Examining the energy-water nexus: How can we scale up efforts to meet the critical need for efficiency in water infrastructure and end uses?
Ramola Musante, Division Vice President of Government Relations at Ecolab, and Chairwoman of the Alliance’s Energy-Water Nexus Subcommittee, led a high-level panel discussion on the energy-water nexus – the interconnection between energy and water – exploring policies and projects that have the potential to advance energy efficiency and water infrastructure system efficiency. The panel took place at the Energy Efficiency Global Forum 2016, on May 11-12 in Washington, D.C.
Speakers representing the public, private and utility sectors provided insight on this critical topic and left attendees with major takeaways – including the need for a greater emphasis on the energy-water nexus, strategies for increased education and engagement from all decision-makers and the importance of collaboration between these stakeholders.
Musante opened the session by discussing Ecolab, a global water, hygiene and energy technologies and services provider to the food, energy, healthcare, industrial and hospitality markets. She noted the important work that Ecolab is doing, including promoting safe food and a cleaner environment, and optimizing water and energy services and improving operational energy efficiency in the industrial sector. Before turning her time over to the panelists, she added that breaking down silos between the energy and water sectors will be necessary in order to achieve energy savings and the correlating benefits.
Ron Voglewede, Global Sustainability Director at Whirlpool Corporation, offered several fascinating statistics about water use, noting that Whirlpool clothes washers now use 70 percent less energy and 43 percent less water than they did in 1992. Voglewede noted that appliance and equipment manufacturers have already achieved tremendous gains in product efficiency, and are now turning their attention to behavior change and monetary incentives for the purchase of energy and water saving appliances. Voglewede concluded by noting that an opportunity exists for stakeholders to energize and engage consumers around the energy-water nexus issue – just as they have been energizing and engaging consumers around energy efficiency for years.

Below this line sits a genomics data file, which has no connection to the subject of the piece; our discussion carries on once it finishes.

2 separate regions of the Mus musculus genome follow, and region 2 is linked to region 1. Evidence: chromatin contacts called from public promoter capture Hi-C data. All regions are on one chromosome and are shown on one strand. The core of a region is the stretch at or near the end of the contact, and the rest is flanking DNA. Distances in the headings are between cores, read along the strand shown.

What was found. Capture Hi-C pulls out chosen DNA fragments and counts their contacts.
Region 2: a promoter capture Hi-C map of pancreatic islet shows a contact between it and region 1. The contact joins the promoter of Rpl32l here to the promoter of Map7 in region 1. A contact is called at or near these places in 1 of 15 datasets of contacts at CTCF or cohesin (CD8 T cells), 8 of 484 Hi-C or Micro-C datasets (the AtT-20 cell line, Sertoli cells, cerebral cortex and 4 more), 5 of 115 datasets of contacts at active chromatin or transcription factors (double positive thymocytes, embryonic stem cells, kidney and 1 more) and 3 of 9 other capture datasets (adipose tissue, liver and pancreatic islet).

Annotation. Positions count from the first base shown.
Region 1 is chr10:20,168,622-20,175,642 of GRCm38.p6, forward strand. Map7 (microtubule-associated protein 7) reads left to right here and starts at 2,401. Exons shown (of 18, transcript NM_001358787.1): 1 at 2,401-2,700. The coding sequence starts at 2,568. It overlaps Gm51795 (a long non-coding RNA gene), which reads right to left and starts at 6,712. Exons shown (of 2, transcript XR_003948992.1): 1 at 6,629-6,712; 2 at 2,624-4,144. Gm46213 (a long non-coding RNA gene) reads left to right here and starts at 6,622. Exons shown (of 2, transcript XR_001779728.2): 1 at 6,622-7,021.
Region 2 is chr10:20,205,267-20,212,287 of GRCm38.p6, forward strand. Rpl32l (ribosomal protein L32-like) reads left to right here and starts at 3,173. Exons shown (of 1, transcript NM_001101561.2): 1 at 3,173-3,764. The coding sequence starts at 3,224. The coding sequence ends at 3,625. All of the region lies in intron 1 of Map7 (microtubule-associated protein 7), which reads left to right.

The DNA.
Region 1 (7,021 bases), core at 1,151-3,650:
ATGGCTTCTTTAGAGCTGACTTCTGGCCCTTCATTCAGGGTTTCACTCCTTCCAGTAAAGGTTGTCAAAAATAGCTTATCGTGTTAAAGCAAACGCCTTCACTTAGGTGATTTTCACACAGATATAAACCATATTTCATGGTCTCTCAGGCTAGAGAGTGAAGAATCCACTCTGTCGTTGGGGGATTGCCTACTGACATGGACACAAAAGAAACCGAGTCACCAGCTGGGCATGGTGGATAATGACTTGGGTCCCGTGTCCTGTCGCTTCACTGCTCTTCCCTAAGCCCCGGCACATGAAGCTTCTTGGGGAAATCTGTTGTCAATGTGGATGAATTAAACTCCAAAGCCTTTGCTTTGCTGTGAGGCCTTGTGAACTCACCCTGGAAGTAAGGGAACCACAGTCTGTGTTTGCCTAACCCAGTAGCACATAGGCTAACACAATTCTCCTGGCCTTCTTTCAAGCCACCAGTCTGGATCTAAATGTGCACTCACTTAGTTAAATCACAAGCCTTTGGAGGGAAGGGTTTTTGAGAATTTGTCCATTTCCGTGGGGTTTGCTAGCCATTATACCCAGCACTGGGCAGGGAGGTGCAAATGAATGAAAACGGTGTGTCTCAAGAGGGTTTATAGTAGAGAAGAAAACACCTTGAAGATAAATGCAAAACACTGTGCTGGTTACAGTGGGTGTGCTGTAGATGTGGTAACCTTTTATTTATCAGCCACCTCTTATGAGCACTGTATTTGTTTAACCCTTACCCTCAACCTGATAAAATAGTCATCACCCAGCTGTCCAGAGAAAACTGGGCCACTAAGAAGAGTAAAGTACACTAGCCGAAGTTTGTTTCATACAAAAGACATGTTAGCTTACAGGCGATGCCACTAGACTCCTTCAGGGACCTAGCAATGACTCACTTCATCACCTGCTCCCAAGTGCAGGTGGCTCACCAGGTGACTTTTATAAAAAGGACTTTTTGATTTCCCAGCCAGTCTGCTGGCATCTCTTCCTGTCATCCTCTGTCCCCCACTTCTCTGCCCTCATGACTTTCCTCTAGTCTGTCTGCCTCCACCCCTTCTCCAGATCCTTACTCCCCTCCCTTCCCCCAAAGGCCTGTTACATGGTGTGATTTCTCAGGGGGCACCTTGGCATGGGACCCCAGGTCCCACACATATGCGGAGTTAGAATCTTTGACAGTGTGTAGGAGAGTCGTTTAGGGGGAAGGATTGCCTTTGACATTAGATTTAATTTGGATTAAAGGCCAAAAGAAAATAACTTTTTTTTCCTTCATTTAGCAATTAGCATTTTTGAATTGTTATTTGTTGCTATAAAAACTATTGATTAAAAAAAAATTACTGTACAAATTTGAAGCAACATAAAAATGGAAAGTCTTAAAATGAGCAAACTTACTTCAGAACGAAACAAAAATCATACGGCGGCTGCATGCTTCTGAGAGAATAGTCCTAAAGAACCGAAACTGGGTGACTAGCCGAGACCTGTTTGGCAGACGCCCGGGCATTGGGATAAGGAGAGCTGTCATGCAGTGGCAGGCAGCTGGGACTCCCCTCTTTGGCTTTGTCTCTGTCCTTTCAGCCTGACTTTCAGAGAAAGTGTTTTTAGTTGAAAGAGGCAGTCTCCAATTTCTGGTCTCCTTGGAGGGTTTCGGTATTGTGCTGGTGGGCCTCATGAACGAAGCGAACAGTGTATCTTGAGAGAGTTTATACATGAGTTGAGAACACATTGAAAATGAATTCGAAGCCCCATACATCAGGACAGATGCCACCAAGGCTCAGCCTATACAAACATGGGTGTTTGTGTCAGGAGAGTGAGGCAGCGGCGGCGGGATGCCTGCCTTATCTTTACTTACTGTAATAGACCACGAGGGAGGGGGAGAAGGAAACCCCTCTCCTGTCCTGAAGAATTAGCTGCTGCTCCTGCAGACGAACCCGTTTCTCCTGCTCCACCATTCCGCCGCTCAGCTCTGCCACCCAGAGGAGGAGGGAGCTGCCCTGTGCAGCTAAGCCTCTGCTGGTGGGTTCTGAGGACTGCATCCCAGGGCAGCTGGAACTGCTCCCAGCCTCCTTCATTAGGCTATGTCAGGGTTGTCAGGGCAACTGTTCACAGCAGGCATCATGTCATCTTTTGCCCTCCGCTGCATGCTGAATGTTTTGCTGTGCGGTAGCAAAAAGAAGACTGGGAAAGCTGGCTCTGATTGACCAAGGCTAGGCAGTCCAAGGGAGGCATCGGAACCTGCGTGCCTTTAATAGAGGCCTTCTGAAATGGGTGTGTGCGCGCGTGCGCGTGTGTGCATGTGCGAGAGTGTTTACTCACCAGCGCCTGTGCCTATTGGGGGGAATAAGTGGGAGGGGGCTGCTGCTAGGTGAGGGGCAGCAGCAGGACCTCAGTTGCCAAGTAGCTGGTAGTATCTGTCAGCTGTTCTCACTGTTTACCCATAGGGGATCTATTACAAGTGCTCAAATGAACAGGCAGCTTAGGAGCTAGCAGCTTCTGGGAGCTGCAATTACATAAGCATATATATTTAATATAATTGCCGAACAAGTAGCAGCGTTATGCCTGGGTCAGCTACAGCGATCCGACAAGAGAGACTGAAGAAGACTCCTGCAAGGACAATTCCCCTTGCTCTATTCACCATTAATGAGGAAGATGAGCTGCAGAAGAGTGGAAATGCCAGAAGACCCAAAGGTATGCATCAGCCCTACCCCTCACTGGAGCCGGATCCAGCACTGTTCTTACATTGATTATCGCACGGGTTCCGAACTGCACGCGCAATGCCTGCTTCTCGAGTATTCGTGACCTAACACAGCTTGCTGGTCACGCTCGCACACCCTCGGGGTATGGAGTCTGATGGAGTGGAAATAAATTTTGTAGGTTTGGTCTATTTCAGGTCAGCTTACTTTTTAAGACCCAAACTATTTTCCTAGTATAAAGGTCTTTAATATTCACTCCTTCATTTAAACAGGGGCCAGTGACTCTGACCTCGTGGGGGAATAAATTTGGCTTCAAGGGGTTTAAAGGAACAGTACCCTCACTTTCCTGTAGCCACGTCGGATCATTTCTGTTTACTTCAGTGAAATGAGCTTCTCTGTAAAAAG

Bill Varley, President of New Jersey American Water and SVP of the Northeast Division of American Water, spoke from the perspective of water utilities, providing illuminating statistics about water waste. Varley noted that over 25 percent of all water produced is lost due to leaks in water infrastructure, and replacement rates for pipes and wells are, on average, only once in 250 years. He explained that American Water is addressing these issues through a two-pronged approach that includes upgrading infrastructure and developing and implementing innovations that can drastically reduce water loss and energy consumption.
Rob Ivester, Deputy Director of the Advanced Manufacturing Office at the Department of Energy (DOE) expanded on water usage and waste issues, noting that the U.S. uses around 400 billion gallons of water per day – with around half being used for electricity generation. He echoed a sentiment shared by nearly all panelists: that in order to address this massive consumption issue, there must be greater stakeholder collaboration.
S. Raghupathy, Executive Director and Head of CII-Sohrabji Goodrej Green Business Centre, rounded out the panel by discussing efforts in India to advance water- and energy-saving “green buildings” in order to ameliorate massive water scarcity issues. He noted that the country now has more than 3,600 green buildings, which achieve more than 30 and 40 percent water savings with zero discharge of water in platinum certified buildings.
Finally, during the Q&A session, Musante and Ivester both noted that DOE is investigating all areas touched by the energy-water nexus in order to ensure that the federal government is working appropriately to coordinate efforts across all sectors. Additionally, panelists agreed that public-private partnerships – partnerships between public agencies and private companies – can be instrumental in advancing projects that will drive water savings in industrial processes and consumer end use.